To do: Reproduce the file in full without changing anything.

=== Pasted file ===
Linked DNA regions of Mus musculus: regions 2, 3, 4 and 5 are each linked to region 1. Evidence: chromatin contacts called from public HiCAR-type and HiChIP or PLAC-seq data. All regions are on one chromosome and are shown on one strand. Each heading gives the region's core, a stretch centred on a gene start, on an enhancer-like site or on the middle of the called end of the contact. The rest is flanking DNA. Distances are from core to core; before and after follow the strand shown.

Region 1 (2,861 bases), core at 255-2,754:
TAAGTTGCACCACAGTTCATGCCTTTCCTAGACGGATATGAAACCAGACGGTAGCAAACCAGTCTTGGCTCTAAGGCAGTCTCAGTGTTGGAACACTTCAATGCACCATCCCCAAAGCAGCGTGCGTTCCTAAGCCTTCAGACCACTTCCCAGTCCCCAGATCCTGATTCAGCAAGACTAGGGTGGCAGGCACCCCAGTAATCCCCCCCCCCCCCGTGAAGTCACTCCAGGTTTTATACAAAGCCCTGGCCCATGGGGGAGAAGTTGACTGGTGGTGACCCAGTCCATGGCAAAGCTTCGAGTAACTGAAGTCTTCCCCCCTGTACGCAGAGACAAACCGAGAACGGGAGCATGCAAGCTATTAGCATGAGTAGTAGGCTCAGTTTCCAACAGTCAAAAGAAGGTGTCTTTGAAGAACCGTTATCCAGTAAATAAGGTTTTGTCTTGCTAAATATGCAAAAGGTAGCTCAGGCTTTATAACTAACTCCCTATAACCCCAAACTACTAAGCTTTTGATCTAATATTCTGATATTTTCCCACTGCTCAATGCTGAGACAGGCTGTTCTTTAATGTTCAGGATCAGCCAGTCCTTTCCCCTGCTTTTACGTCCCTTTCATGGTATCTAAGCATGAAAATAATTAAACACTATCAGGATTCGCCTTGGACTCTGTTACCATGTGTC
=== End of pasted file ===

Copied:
Linked DNA regions of Mus musculus: regions 2, 3, 4 and 5 are each linked to region 1. Evidence: chromatin contacts called from public HiCAR-type and HiChIP or PLAC-seq data. All regions are on one chromosome and are shown on one strand. Each heading gives the region's core, a stretch centred on a gene start, on an enhancer-like site or on the middle of the called end of the contact. The rest is flanking DNA. Distances are from core to core; before and after follow the strand shown.

Region 1 (2,861 bases), core at 255-2,754:
TAAGTTGCACCACAGTTCATGCCTTTCCTAGACGGATATGAAACCAGACGGTAGCAAACCAGTCTTGGCTCTAAGGCAGTCTCAGTGTTGGAACACTTCAATGCACCATCCCCAAAGCAGCGTGCGTTCCTAAGCCTTCAGACCACTTCCCAGTCCCCAGATCCTGATTCAGCAAGACTAGGGTGGCAGGCACCCCAGTAATCCCCCCCCCCCCCGTGAAGTCACTCCAGGTTTTATACAAAGCCCTGGCCCATGGGGGAGAAGTTGACTGGTGGTGACCCAGTCCATGGCAAAGCTTCGAGTAACTGAAGTCTTCCCCCCTGTACGCAGAGACAAACCGAGAACGGGAGCATGCAAGCTATTAGCATGAGTAGTAGGCTCAGTTTCCAACAGTCAAAAGAAGGTGTCTTTGAAGAACCGTTATCCAGTAAATAAGGTTTTGTCTTGCTAAATATGCAAAAGGTAGCTCAGGCTTTATAACTAACTCCCTATAACCCCAAACTACTAAGCTTTTGATCTAATATTCTGATATTTTCCCACTGCTCAATGCTGAGACAGGCTGTTCTTTAATGTTCAGGATCAGCCAGTCCTTTCCCCTGCTTTTACGTCCCTTTCATGGTATCTAAGCATGAAAATAATTAAACACTATCAGGATTCGCCTTGGACTCTGTTACCATGTGTC